The water supply is derived from Craig Brook and from three large and several lesser springs. The source of the brook is Craig Pond, which affords a constant supply of exceedingly transparent water, warm in summer and cold in winter, moderated, however; in both extremes by the water from the springs, which mingles with the brook in its lower course, forming about a third of its volume. It is this mixed water which is mainly used in the rearing of fish. Its temperature ranges from 34° F. o1° C.] to 70°F. [21o1°C.]. The lowest monthly mean in 1893 was 35o8° F. [2o1° C.] in February. The highest was 64o6°F. [18-1°C.] in August. The total volume is variable, ranging from 875 to 3,000 gallons and averaging about 1,200 gallons per MINUTE.
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The difference of level between the source and mouth of the brook is about 190 feet. The sharpest descent is just above the hatchery and rearing troughs, which therefore receive well-aerated water. The conformation of the ground offers good facilities for the distribution and utilization of the water.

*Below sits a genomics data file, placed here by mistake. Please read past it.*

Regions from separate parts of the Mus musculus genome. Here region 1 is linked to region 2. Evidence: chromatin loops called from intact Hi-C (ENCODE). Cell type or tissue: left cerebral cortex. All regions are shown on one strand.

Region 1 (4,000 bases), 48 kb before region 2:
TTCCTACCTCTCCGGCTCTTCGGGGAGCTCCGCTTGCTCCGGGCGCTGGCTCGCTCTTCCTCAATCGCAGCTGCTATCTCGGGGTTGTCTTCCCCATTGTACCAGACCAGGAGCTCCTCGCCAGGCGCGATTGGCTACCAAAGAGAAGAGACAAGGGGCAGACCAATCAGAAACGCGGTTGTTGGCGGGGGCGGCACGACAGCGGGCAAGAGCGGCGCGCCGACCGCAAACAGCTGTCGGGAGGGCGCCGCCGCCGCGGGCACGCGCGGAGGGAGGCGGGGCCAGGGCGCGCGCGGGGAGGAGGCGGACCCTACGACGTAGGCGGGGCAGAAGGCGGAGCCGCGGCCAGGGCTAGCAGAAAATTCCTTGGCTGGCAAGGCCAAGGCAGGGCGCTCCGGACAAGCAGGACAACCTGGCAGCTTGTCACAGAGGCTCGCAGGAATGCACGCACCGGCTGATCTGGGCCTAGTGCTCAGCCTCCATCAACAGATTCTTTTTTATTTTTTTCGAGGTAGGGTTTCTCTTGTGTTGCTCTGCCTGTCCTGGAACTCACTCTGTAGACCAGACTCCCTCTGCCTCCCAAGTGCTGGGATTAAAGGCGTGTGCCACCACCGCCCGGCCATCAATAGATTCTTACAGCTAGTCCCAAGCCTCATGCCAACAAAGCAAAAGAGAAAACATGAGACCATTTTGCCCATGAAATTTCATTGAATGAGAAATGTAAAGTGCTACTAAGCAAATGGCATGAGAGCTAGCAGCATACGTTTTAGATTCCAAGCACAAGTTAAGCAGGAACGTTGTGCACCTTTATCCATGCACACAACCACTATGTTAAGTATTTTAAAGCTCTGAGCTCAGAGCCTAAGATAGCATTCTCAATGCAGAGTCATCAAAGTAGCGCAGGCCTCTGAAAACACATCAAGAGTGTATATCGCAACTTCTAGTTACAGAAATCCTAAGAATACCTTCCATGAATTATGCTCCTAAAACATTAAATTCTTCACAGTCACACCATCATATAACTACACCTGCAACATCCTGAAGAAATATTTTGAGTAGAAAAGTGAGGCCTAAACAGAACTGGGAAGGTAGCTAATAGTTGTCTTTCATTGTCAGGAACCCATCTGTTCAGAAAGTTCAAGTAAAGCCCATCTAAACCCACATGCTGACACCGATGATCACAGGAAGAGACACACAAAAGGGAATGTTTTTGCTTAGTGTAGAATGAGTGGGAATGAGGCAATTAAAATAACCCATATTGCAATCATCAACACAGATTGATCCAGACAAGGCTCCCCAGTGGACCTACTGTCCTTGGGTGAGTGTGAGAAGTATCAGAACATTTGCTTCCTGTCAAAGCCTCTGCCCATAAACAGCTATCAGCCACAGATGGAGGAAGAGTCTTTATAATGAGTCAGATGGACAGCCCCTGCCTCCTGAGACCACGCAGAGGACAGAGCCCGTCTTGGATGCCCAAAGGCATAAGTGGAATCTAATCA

The leading motive in the foundation of this station was the desire to apply to the Atlantic salmon the system of rearing fish to the age of at least several months before liberating them. This motive has determined not only the principal subjects of the work, but also to a considerable extent the fixtures and methods. The scheme of work was determined in outline several years before the acquisition of full title to the premises, and, circumstances rendering it desirable to enter at once on its development, it became necessary to have recourse to movable apparatus, pending authority for permanent improvements.